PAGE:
Evanston aldermen tonight are expected to tell city staff whether they’re ready to consider modifications to planned high-rise developments along Emerson Street themselves, or want the plans sent to the Plan Commission first.
The aldermen have approved modifications to eight plan developments themselves in recent years, but the city’s zoning code provides an option for the Plan Commission to review such changes as well.
Although some readings of the zoning code language would suggest the return to the Plan Commission is mandatory, the city’s legal staff has concluded that it is not.
Alderman Judy Fiske, 1st Ward, requested that the Law Department review the code to determine whether returning the proposal to the Plan Commission was required.
The revised plan from developer Bob King of Carroll Properties and his new partner, Steven Fifield of Fifield Companies, calls for lowering the height of the planned building at 1881 Oak Ave. from 185 to 164 feet and of the planned building at 1890 Maple Ave. from 158 to 145 feet.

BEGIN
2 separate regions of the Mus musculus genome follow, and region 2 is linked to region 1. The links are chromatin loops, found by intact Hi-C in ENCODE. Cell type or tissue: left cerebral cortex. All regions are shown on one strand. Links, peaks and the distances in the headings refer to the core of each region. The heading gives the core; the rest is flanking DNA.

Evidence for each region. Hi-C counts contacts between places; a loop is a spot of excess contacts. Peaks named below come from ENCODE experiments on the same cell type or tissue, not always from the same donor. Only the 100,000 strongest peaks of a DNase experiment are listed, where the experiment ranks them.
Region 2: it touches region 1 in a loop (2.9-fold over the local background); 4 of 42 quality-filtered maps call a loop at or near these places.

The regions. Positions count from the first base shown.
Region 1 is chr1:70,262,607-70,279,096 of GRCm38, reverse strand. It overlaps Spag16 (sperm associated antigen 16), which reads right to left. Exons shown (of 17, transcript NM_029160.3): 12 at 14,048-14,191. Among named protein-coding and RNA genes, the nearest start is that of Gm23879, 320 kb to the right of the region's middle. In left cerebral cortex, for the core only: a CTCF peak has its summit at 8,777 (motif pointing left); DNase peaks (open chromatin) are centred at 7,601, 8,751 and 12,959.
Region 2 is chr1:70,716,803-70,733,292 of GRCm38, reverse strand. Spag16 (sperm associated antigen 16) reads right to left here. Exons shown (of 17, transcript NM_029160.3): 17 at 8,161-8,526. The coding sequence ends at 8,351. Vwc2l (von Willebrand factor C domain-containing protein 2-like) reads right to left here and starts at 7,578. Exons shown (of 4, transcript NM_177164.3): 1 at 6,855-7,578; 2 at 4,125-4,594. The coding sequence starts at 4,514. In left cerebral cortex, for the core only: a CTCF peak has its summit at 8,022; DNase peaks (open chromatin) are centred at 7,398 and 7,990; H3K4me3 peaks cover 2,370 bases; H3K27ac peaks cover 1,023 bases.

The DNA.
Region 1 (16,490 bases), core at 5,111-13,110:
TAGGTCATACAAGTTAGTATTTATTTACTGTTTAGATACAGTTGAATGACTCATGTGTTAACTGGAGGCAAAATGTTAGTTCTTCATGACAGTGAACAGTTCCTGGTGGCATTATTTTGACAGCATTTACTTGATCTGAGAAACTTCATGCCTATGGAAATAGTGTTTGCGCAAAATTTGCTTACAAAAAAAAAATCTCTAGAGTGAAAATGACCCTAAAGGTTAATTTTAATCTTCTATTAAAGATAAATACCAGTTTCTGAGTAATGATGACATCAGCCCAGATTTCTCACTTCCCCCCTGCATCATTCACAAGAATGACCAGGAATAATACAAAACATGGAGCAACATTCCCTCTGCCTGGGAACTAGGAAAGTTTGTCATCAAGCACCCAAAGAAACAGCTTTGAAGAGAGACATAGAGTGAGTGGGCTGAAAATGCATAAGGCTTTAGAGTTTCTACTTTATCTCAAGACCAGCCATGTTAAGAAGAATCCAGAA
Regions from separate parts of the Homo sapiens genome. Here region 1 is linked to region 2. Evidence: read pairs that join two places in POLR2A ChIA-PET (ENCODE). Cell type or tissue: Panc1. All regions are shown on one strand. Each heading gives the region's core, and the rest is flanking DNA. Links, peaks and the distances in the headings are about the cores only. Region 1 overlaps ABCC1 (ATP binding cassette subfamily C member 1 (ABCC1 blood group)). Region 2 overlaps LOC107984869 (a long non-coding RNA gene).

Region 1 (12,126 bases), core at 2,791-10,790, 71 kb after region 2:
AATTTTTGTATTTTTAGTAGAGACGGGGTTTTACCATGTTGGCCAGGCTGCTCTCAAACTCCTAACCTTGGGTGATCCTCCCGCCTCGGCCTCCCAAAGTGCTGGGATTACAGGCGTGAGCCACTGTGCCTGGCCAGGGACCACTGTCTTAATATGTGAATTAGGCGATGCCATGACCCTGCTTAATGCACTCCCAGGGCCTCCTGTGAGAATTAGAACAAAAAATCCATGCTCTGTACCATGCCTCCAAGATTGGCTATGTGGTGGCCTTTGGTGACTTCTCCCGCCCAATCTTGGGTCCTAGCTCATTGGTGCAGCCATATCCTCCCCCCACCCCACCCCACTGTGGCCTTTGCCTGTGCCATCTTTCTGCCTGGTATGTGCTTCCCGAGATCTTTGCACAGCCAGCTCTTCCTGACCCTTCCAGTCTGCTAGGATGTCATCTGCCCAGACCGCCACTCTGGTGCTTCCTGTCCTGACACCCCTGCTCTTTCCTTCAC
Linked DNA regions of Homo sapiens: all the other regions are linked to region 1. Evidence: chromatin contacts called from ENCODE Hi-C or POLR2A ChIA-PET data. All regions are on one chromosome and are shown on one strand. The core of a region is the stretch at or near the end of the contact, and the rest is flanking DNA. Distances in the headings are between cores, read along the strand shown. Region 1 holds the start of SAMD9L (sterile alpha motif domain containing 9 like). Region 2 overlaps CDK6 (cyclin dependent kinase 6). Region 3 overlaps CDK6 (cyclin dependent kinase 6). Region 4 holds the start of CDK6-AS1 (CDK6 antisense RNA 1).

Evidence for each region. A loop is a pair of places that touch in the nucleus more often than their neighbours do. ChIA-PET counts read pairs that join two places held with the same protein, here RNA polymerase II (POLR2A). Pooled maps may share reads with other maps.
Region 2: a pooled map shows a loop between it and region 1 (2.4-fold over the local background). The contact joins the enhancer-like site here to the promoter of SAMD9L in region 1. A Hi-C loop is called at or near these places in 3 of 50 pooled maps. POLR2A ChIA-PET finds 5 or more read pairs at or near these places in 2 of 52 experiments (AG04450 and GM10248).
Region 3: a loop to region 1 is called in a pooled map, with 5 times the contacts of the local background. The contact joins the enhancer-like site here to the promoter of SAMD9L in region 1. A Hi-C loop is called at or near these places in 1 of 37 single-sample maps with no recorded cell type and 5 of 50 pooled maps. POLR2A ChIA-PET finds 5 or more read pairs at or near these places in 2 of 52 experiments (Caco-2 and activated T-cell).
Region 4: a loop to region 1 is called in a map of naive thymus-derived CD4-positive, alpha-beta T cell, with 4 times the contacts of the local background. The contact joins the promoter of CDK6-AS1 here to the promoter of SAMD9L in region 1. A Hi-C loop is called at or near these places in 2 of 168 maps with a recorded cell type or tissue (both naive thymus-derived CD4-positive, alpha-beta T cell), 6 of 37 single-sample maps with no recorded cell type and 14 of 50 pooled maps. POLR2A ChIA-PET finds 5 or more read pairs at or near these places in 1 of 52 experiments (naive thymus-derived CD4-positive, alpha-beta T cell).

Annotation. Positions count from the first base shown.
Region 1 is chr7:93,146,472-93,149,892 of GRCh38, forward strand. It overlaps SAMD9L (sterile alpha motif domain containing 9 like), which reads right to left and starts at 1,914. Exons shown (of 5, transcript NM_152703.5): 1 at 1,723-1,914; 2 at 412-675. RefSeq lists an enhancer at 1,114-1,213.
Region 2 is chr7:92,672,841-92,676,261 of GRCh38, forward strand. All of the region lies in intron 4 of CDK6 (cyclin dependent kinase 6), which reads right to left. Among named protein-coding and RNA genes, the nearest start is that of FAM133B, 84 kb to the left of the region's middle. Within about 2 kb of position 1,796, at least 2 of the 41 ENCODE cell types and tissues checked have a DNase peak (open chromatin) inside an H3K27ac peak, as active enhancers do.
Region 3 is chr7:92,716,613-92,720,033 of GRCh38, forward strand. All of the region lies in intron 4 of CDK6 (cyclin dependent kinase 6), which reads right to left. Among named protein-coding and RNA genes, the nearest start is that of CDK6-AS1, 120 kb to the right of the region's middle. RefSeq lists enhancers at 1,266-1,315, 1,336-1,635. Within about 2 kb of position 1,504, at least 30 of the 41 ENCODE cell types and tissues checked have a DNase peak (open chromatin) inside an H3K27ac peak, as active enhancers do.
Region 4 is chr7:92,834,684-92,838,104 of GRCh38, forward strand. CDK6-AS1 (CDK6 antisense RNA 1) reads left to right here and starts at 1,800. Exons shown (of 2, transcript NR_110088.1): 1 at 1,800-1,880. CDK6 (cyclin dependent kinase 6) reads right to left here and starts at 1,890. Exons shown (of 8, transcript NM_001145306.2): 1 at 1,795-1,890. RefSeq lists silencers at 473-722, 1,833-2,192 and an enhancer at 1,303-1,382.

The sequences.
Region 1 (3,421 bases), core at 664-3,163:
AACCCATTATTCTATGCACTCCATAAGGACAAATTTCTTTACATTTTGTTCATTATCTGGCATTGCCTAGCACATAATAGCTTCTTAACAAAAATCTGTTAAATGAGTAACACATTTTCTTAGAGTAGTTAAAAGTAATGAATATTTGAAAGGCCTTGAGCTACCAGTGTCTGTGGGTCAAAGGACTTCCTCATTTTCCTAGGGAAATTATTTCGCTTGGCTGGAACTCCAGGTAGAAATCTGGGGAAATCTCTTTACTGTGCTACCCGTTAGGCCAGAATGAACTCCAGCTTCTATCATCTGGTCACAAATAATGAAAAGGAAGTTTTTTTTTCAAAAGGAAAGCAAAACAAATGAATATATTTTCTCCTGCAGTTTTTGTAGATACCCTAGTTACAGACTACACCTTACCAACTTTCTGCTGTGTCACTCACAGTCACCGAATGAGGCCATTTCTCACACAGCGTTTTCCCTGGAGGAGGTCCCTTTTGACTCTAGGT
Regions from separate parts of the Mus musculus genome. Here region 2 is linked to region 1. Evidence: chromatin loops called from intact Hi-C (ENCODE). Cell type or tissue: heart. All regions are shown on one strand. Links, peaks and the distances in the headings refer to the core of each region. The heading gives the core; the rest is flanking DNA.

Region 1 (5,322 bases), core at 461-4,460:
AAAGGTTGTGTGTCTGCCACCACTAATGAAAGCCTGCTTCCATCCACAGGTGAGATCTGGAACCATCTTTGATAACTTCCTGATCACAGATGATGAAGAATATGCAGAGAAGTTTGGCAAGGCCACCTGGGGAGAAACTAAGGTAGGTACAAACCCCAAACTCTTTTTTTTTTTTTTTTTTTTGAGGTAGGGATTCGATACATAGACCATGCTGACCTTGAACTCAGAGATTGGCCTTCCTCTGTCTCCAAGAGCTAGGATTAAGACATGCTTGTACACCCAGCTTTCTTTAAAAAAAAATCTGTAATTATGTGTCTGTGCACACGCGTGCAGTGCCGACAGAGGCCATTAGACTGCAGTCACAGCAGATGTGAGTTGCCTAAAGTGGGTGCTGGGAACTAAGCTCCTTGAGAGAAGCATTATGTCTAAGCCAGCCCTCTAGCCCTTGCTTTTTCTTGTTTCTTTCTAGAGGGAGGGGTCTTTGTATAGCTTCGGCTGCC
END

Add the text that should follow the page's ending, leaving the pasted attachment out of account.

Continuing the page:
As part of the shift from the original condominium development plan to rental apartments, the total number of units in the project would increase from 342 to 368.
The plan achieves some of the proposed height saving by combining what had originally been proposed as two separate parking structures into a single parking deck that would span the two property lines.
Top: A rendering of the proposed new design for 1881 Oak and 1890 Maple. Above: The proposed new design for the first floor, showing the combined parking garage.
A city staff memo estimates sending the project to the plan commission would add several months to the timetable for reviewing it.
The 1881 Oak project was originally approved by the City Council in 2006. The 1890 Maple project was approved in 2009. The planned development approvals for each project are now scheduled to expire in July and October of next year if construction hasn’t begun.
The new version of the plan is expected to cost $106 million to build and to generate $1.2 million in annual property tax revenue.